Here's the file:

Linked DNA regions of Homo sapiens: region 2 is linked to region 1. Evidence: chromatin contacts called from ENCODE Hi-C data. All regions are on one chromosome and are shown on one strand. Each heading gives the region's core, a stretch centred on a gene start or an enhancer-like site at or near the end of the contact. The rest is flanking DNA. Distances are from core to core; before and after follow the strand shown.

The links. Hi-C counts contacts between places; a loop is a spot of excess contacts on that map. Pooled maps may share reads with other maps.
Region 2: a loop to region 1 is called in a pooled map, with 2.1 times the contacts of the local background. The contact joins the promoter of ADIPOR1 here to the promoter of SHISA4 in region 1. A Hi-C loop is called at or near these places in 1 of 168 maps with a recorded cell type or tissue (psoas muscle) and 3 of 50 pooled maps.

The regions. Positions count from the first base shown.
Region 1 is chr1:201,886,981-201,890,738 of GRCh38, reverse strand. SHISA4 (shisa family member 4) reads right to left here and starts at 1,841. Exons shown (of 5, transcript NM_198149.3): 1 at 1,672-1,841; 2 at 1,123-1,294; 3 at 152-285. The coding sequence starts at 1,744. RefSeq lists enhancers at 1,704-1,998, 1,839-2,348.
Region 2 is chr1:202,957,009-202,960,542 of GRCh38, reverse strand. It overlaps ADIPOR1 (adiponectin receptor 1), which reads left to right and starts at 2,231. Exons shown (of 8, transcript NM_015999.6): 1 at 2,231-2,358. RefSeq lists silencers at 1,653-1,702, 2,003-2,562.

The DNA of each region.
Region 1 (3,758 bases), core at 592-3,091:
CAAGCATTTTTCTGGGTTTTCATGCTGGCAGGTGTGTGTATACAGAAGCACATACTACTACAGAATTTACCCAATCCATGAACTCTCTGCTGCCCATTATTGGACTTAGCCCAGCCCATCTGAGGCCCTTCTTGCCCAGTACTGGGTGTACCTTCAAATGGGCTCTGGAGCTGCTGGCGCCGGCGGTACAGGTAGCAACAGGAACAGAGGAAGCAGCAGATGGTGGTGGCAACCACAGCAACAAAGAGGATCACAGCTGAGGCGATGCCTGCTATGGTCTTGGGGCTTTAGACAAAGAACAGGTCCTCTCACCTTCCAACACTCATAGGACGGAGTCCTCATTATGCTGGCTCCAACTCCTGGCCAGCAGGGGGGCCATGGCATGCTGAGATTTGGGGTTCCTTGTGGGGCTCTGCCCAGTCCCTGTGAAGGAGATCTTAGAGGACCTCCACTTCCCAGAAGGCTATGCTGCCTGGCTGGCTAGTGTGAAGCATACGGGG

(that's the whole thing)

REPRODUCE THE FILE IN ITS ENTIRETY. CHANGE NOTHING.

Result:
Linked DNA regions of Homo sapiens: region 2 is linked to region 1. Evidence: chromatin contacts called from ENCODE Hi-C data. All regions are on one chromosome and are shown on one strand. Each heading gives the region's core, a stretch centred on a gene start or an enhancer-like site at or near the end of the contact. The rest is flanking DNA. Distances are from core to core; before and after follow the strand shown.

The links. Hi-C counts contacts between places; a loop is a spot of excess contacts on that map. Pooled maps may share reads with other maps.
Region 2: a loop to region 1 is called in a pooled map, with 2.1 times the contacts of the local background. The contact joins the promoter of ADIPOR1 here to the promoter of SHISA4 in region 1. A Hi-C loop is called at or near these places in 1 of 168 maps with a recorded cell type or tissue (psoas muscle) and 3 of 50 pooled maps.

The regions. Positions count from the first base shown.
Region 1 is chr1:201,886,981-201,890,738 of GRCh38, reverse strand. SHISA4 (shisa family member 4) reads right to left here and starts at 1,841. Exons shown (of 5, transcript NM_198149.3): 1 at 1,672-1,841; 2 at 1,123-1,294; 3 at 152-285. The coding sequence starts at 1,744. RefSeq lists enhancers at 1,704-1,998, 1,839-2,348.
Region 2 is chr1:202,957,009-202,960,542 of GRCh38, reverse strand. It overlaps ADIPOR1 (adiponectin receptor 1), which reads left to right and starts at 2,231. Exons shown (of 8, transcript NM_015999.6): 1 at 2,231-2,358. RefSeq lists silencers at 1,653-1,702, 2,003-2,562.

The DNA of each region.
Region 1 (3,758 bases), core at 592-3,091:
CAAGCATTTTTCTGGGTTTTCATGCTGGCAGGTGTGTGTATACAGAAGCACATACTACTACAGAATTTACCCAATCCATGAACTCTCTGCTGCCCATTATTGGACTTAGCCCAGCCCATCTGAGGCCCTTCTTGCCCAGTACTGGGTGTACCTTCAAATGGGCTCTGGAGCTGCTGGCGCCGGCGGTACAGGTAGCAACAGGAACAGAGGAAGCAGCAGATGGTGGTGGCAACCACAGCAACAAAGAGGATCACAGCTGAGGCGATGCCTGCTATGGTCTTGGGGCTTTAGACAAAGAACAGGTCCTCTCACCTTCCAACACTCATAGGACGGAGTCCTCATTATGCTGGCTCCAACTCCTGGCCAGCAGGGGGGCCATGGCATGCTGAGATTTGGGGTTCCTTGTGGGGCTCTGCCCAGTCCCTGTGAAGGAGATCTTAGAGGACCTCCACTTCCCAGAAGGCTATGCTGCCTGGCTGGCTAGTGTGAAGCATACGGGG